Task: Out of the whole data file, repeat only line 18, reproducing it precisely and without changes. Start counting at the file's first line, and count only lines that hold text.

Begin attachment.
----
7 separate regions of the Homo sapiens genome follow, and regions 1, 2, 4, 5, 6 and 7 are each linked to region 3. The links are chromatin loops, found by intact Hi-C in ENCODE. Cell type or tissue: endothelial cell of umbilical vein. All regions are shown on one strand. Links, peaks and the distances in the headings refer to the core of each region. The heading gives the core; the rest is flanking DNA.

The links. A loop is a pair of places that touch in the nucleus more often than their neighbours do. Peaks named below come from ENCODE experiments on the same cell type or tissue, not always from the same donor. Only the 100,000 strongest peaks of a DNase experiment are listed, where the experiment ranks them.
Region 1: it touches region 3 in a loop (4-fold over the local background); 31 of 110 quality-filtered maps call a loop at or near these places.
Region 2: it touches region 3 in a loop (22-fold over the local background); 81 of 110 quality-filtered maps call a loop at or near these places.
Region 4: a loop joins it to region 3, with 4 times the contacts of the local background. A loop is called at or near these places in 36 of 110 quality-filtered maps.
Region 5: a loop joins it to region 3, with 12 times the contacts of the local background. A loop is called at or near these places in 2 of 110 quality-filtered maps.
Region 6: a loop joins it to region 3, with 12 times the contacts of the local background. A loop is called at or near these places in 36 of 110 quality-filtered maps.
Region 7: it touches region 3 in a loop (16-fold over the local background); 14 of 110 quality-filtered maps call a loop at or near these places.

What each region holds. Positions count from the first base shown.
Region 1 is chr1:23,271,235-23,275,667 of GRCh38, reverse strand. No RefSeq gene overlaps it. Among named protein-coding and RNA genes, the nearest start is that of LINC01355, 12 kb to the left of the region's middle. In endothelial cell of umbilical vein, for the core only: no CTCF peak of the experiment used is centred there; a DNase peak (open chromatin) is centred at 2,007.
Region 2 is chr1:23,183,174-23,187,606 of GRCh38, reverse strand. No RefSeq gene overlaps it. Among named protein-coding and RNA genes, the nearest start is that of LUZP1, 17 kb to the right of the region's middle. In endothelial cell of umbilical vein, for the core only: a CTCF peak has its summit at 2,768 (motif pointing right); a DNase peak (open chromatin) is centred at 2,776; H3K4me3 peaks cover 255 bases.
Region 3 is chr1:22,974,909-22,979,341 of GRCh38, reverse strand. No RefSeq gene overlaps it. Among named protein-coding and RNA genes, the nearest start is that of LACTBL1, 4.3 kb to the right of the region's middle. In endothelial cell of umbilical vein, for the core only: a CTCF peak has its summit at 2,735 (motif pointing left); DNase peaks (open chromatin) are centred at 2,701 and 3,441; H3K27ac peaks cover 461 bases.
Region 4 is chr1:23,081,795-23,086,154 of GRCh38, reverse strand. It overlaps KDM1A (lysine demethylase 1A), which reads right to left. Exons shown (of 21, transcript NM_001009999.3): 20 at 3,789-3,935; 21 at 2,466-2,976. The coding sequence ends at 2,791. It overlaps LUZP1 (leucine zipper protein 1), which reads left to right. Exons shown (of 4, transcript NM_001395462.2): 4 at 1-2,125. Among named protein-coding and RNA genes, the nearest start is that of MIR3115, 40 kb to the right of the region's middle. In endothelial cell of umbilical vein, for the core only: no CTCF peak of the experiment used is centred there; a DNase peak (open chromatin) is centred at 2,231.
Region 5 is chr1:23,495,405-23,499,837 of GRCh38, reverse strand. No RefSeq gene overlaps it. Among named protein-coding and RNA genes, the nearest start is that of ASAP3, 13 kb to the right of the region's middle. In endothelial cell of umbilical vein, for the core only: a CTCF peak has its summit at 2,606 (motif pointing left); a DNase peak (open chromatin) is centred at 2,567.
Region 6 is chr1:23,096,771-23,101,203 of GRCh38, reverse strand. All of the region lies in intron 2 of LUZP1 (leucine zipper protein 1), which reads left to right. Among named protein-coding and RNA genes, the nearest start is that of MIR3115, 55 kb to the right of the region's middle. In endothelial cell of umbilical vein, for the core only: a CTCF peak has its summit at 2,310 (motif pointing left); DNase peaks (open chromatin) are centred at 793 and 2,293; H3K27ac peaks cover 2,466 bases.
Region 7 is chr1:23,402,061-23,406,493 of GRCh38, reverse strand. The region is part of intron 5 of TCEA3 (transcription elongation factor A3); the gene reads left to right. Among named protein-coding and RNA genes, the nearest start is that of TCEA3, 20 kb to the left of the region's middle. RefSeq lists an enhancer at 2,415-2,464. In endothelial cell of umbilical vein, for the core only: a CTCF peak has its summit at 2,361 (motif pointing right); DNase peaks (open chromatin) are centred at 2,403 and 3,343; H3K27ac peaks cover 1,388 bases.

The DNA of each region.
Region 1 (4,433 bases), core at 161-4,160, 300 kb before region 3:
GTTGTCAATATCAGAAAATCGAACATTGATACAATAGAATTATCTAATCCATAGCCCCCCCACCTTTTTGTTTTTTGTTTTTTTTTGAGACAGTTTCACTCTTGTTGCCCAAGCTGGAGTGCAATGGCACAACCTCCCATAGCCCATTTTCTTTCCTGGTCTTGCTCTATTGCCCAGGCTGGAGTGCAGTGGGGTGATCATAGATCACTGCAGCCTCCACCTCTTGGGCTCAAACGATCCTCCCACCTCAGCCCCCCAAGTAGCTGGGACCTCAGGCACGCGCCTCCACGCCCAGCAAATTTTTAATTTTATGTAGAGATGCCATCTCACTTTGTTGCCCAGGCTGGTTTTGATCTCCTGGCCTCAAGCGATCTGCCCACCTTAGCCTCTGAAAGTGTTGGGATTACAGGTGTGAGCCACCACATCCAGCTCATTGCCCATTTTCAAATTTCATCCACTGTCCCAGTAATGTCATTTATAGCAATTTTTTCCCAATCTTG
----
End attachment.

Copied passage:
Region 1 (4,433 bases), core at 161-4,160, 300 kb before region 3: